What did Keppie get out these weekends? I believe for him it was, in modern parlance, a team building process involving perhaps two of the brightest stars of the architectural practise, the three of them having common artistic skills in varying degrees. If so, such a process involves coaching, teaching, influencing, exchanging ideas, free discussion on aspects of any project in hand, the objective being two fold. Firstly, in the short term in the context of a specific project. Secondly, and perhaps more importantly, in the long term establishing a critical modus operandi that would serve the business well in the future.

Why did Mackintosh in particular attend these weekends? By comparison with the others he did not come from a particularly well to do family. The Keppies had money, the Macdonald sisters had money and MacNair came from a well to do military family.

Put cynically, did he see the weekends as a means to mix with people who were financially better off, to keep close to his boss directly and also through his sister Jessie, and to be in the company of a number of young attractive women, all for his own personal advancement? If the foregoing has little or no truth, what did he get out of it in terms of his professional artistic and architectural life, what ‘seed corn’ was planted in his mind by these weekends? There does not seem to be any narrative that discusses this, in particular with reference to Keppie. In fact, their entire relationship until the end of the partnership, as indicated by the more subjective, in my view, of Mackintosh supporters, can perhaps be described in simple Donald Trumpesque as CRM – good, JK – bad.

In the event he did not marry Jessie but married Margaret Macdonald in 1900, her family however being very unhappy about her marrying beneath her financial status.

When Mackintosh was nearing the end of his partnership with Keppie he was not bringing in significant work to the practise; he was taking out more money than he was bringing in, he drank, he was vague in respect of leading his team, did not complete work, his mood swings affected those he worked with and generally he would/could not listen to suggestions and advice.

All sorts of reasons have been put forward for this and indeed for his behaviour during his life. One which I read about recently. and is the more believable to me, is that he may have suffered from Asperger’s Syndrome. The author John McKean’s view was that this explanation would cover his physical and psychological/mental issues, which is probably why he drank. I found this really intriguing, not least because it was the first time I had read any serious attempt to explain Mackintosh and his behaviour.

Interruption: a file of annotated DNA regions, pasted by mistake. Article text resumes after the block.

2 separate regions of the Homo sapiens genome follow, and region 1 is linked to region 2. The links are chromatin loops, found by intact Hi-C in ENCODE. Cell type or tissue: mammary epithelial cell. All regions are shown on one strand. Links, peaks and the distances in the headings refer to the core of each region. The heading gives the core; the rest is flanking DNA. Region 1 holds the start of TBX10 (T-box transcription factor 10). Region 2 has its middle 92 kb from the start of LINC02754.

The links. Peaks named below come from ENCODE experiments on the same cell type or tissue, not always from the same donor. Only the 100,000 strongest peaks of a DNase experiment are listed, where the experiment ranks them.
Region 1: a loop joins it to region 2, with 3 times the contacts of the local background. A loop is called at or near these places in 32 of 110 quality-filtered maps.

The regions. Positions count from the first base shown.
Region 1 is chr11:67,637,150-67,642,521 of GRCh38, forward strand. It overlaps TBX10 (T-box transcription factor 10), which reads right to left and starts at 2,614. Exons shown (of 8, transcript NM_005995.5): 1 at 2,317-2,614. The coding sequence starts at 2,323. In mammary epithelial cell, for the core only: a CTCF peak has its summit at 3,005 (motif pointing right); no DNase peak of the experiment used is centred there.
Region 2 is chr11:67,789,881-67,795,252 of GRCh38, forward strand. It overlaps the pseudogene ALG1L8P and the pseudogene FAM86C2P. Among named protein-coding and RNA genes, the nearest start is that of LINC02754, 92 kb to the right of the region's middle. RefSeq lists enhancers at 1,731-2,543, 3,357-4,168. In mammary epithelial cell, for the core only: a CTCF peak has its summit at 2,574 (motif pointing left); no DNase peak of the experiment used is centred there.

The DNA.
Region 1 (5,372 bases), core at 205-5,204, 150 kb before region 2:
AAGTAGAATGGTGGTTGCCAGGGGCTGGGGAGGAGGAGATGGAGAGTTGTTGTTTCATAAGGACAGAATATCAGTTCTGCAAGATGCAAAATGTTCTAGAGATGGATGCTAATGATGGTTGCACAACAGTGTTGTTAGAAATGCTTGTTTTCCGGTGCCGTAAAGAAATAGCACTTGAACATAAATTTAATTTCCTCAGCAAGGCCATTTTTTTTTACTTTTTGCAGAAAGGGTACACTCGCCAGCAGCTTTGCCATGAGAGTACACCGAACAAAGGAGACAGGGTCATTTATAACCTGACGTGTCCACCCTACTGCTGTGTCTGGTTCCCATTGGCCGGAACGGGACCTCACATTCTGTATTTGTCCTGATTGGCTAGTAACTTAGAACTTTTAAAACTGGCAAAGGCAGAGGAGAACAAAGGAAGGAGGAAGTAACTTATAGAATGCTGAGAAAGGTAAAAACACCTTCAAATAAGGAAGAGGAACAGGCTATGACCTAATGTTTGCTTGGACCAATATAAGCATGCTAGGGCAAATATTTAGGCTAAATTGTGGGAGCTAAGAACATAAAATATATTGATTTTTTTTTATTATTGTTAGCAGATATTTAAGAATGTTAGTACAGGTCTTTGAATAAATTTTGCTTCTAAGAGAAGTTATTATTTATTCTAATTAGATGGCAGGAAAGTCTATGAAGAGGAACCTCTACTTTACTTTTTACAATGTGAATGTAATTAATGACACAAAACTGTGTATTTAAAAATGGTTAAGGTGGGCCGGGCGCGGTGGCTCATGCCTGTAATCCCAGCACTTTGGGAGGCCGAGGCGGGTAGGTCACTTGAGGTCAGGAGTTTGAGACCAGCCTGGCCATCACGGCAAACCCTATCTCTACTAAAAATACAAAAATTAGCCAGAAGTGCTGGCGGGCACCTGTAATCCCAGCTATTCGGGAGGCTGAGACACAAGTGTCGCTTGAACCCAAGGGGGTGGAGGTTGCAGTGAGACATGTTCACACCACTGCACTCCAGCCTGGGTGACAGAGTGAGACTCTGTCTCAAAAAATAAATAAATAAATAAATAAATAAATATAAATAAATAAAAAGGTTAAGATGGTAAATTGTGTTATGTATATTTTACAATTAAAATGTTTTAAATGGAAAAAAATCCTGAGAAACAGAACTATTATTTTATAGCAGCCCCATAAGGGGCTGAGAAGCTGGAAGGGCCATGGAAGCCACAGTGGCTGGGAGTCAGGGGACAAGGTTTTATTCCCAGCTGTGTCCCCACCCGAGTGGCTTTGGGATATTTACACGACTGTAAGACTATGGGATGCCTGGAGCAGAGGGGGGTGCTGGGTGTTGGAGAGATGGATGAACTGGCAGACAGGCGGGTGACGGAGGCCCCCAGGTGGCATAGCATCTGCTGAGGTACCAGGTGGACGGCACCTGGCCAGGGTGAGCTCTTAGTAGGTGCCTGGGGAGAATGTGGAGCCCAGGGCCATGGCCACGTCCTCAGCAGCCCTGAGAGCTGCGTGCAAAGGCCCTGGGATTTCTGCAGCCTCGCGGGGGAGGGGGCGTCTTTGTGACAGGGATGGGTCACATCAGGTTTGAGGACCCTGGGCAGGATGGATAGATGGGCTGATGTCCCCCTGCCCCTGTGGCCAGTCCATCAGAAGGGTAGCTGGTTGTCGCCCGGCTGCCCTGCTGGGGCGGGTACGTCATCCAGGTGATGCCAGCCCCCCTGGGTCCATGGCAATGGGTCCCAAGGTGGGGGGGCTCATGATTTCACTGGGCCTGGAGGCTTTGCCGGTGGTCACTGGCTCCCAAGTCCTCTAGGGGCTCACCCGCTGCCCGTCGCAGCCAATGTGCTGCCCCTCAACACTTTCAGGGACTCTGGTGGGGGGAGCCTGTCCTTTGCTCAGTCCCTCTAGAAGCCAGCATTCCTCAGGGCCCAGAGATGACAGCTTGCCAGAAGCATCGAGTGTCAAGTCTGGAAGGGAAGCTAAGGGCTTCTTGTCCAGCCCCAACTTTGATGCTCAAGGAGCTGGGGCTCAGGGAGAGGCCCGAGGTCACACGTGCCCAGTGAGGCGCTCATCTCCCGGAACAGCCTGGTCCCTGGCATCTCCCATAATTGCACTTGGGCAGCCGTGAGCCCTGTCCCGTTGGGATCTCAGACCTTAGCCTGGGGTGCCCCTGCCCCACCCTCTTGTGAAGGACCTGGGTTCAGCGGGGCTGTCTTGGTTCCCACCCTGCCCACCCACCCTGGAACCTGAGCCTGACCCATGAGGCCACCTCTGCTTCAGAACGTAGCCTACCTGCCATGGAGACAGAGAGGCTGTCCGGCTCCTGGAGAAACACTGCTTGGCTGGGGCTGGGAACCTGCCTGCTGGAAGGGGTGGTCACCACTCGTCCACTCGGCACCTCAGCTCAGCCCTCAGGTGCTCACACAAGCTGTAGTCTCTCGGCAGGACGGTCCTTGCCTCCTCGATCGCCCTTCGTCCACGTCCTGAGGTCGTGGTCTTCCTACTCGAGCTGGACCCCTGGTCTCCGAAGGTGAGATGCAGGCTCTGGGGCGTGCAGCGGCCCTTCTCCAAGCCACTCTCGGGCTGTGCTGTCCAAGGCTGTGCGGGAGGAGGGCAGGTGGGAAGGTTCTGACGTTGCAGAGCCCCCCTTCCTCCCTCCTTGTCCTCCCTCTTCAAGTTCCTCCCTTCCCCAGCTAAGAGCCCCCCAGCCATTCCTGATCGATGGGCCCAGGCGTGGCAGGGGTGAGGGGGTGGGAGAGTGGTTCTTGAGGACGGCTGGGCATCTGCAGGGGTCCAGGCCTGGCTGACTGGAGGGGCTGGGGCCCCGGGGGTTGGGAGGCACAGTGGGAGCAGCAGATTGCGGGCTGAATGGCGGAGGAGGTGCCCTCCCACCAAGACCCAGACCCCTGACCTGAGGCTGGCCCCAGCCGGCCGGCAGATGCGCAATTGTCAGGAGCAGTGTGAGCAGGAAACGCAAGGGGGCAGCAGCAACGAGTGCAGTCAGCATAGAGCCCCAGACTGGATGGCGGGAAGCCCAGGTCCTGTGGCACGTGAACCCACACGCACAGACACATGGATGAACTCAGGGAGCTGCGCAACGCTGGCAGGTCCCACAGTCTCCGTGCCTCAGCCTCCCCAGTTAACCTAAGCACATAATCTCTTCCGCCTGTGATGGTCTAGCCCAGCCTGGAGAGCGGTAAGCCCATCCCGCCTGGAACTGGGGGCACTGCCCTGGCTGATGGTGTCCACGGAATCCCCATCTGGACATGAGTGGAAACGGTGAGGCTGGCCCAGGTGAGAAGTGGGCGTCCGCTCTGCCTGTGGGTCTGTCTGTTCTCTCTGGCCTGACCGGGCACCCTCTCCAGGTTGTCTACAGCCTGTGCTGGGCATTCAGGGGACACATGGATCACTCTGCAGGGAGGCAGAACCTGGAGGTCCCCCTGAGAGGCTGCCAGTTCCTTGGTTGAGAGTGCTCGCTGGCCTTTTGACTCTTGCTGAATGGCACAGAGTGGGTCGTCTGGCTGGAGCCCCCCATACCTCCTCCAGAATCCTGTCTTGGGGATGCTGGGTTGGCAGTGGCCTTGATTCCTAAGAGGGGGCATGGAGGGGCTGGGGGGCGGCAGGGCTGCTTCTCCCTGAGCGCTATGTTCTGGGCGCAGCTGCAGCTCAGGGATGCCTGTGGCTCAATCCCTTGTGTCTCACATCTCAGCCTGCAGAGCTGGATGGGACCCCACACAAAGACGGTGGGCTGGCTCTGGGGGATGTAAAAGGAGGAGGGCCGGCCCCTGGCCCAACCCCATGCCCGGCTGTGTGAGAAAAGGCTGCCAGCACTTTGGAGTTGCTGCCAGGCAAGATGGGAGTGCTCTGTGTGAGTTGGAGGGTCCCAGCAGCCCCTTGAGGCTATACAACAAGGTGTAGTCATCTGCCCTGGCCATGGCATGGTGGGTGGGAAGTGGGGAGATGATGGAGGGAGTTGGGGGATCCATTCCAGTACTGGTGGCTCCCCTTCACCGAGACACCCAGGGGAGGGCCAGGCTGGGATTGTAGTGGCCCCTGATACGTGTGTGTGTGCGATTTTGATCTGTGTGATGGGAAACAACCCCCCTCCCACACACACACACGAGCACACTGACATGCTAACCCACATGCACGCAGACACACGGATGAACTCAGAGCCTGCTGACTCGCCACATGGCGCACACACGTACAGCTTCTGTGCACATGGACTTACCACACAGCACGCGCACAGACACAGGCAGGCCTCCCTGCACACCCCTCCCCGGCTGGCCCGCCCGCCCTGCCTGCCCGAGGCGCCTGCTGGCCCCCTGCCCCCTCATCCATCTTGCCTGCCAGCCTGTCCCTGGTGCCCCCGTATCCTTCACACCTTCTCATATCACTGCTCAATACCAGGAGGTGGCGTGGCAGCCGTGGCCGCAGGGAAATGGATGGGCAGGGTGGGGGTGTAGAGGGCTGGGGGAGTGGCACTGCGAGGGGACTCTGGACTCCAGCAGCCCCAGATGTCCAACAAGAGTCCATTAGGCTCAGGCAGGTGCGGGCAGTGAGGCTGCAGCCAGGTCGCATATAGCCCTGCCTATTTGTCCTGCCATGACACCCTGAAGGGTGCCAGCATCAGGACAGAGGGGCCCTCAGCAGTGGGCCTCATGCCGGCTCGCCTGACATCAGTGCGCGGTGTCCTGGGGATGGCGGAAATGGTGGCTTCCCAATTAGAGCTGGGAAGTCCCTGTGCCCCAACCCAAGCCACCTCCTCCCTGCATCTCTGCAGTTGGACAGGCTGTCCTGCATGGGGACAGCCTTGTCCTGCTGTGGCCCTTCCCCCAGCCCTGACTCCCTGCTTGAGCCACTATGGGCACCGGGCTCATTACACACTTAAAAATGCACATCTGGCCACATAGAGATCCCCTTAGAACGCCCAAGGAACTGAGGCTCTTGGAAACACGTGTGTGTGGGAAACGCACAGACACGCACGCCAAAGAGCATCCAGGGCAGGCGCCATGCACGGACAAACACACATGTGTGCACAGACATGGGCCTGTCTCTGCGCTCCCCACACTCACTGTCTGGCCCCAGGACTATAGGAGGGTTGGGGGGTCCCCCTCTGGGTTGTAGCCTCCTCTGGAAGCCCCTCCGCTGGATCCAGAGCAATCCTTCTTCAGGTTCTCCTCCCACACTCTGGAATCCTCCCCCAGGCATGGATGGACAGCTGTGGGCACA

However, perverse as ever, I had some difficulty squaring that entirely with how I believe he behaved when younger, particularly between c.1889 and 1900 when he associated with the Immortals and was photographed frequently in the company of the young women of the group. Therefore, maybe he was just a typical young man, a bit of a lad, liked the ladies and the booze, and enjoyed socialising/partying. Maybe therefore his drinking was the cause of his problems and not as a result of them.

I should say I don’t necessarily believe what I have written above but what I genuinely believe is that if an individual such as Mackintosh is fully understood in all aspects, if that is possible, then his works get put into a fuller, broader context which can only improve our appreciation of them.

I have hesitated to publish this post because I’m not trained in architecture and know only a little about art. My views whilst striving to be objective are probably tainted with more (total?) conjecture/subjectivity than I would like. They are not meant to do anything else other than tell what I think could possibly explain Mackintosh. Whether they are sound to any degree by any academic test or any other, is secondary to me. In a sense I’m getting Mackintosh off my chest! However, a lot has been written about Mackintosh the genius, what about Mackintosh the man?


Author: harmonyrowbc

Ex aero engineer with a life long passion for Glasgow History